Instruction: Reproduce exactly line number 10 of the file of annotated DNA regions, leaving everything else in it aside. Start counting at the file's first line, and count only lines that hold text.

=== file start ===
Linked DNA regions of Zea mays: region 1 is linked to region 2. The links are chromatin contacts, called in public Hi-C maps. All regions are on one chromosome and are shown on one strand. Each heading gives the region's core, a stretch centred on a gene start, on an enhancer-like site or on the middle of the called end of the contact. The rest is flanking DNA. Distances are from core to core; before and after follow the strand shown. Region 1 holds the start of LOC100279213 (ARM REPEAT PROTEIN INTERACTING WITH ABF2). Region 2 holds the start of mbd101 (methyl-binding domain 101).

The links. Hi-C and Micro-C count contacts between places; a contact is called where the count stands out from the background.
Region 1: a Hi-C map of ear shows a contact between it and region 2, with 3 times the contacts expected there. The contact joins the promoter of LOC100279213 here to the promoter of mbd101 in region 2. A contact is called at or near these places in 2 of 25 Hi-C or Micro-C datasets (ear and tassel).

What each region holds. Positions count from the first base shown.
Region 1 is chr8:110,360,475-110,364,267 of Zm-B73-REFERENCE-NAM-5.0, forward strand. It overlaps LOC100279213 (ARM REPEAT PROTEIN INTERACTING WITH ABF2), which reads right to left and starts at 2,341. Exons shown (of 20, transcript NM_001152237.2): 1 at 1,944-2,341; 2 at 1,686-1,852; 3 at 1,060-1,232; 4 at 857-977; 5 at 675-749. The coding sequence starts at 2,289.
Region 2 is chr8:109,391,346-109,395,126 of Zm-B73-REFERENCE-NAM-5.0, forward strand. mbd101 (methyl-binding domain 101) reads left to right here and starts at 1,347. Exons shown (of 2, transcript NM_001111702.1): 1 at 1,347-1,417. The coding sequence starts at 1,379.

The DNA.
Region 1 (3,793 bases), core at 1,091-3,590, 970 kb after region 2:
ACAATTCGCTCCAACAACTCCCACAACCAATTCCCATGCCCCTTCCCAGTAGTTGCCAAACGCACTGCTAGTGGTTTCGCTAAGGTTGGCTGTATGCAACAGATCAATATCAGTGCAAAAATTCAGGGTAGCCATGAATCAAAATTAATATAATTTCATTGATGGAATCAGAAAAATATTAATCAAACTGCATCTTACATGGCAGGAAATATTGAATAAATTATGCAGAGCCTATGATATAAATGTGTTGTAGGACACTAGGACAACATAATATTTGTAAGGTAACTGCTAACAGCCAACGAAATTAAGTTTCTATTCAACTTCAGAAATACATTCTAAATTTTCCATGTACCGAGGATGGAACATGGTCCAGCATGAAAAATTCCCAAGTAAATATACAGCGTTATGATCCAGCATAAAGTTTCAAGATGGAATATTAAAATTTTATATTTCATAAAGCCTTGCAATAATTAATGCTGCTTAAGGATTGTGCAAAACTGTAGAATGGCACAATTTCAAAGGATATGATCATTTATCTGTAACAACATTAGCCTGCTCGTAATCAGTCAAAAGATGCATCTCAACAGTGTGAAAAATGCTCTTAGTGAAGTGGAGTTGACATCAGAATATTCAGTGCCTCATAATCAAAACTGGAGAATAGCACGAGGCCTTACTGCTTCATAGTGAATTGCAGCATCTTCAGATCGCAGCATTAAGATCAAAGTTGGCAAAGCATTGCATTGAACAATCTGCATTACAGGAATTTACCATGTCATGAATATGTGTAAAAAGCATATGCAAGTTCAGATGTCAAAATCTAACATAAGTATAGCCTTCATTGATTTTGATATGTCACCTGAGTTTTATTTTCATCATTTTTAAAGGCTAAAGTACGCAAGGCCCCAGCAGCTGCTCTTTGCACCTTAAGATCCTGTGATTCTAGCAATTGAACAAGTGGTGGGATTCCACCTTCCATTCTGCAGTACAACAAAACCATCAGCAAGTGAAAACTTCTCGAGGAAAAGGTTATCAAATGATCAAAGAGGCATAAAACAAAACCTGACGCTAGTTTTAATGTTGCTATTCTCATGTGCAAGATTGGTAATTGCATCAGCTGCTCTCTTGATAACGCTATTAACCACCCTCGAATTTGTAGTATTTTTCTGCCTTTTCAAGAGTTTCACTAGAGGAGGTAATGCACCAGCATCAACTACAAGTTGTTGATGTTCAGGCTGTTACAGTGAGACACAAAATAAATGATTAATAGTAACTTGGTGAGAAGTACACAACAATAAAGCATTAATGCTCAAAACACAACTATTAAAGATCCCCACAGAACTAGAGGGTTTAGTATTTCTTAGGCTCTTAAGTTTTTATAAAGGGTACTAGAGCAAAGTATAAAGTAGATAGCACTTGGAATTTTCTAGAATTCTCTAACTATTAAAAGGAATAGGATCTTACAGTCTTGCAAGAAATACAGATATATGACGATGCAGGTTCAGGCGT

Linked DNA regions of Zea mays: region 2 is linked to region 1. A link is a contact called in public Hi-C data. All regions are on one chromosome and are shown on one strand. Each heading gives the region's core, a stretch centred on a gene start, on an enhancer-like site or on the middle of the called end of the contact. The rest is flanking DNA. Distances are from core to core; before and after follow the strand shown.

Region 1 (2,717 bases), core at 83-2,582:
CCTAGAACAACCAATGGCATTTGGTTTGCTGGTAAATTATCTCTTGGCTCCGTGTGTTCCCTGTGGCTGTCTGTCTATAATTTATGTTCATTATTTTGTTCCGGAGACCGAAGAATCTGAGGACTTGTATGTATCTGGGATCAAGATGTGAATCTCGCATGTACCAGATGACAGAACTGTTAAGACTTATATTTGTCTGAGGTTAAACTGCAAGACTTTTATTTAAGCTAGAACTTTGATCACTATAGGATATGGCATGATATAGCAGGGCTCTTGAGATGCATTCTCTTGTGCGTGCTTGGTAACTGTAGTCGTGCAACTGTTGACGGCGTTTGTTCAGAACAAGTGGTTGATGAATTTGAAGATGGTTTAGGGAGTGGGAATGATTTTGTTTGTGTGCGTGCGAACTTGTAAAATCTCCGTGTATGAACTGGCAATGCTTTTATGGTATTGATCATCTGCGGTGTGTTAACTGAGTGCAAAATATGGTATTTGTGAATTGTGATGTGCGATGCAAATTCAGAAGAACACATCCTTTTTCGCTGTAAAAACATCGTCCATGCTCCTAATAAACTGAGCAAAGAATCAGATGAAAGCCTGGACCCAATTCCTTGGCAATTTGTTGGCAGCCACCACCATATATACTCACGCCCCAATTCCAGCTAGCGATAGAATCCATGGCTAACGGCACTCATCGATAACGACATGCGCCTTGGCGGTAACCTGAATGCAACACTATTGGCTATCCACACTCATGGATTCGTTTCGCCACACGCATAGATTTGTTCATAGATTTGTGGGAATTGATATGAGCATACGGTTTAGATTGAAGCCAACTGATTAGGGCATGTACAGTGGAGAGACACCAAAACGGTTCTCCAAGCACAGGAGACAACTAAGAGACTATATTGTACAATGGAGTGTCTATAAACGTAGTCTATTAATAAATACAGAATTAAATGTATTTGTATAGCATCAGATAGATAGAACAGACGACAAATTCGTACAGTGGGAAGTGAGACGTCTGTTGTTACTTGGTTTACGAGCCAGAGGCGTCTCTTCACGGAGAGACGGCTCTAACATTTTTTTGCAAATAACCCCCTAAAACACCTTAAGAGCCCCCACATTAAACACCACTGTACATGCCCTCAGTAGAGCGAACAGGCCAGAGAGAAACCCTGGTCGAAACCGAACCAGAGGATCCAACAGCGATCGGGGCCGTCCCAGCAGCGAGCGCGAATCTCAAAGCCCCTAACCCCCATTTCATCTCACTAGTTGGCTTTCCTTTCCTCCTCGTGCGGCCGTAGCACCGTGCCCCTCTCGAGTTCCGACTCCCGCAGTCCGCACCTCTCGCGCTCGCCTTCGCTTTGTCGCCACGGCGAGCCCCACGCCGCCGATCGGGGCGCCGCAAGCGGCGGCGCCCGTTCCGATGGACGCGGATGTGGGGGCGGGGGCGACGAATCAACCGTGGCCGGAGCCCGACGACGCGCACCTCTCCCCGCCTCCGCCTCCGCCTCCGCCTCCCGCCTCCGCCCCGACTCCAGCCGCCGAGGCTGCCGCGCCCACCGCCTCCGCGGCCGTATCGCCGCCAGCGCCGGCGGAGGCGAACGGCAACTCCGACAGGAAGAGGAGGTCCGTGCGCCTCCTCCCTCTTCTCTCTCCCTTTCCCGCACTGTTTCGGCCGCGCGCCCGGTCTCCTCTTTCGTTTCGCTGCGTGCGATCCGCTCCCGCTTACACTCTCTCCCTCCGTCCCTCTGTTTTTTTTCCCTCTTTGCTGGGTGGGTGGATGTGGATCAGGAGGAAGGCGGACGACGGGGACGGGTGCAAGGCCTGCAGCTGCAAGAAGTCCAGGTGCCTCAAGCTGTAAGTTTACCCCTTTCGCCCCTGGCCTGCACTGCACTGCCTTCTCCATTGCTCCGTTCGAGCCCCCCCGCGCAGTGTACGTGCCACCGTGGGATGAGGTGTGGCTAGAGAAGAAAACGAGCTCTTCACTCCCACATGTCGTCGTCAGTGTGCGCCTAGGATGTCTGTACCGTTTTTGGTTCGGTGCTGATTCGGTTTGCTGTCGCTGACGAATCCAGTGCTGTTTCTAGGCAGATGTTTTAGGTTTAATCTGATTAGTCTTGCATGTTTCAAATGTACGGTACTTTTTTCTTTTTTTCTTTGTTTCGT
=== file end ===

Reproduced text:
Linked DNA regions of Zea mays: region 2 is linked to region 1. A link is a contact called in public Hi-C data. All regions are on one chromosome and are shown on one strand. Each heading gives the region's core, a stretch centred on a gene start, on an enhancer-like site or on the middle of the called end of the contact. The rest is flanking DNA. Distances are from core to core; before and after follow the strand shown.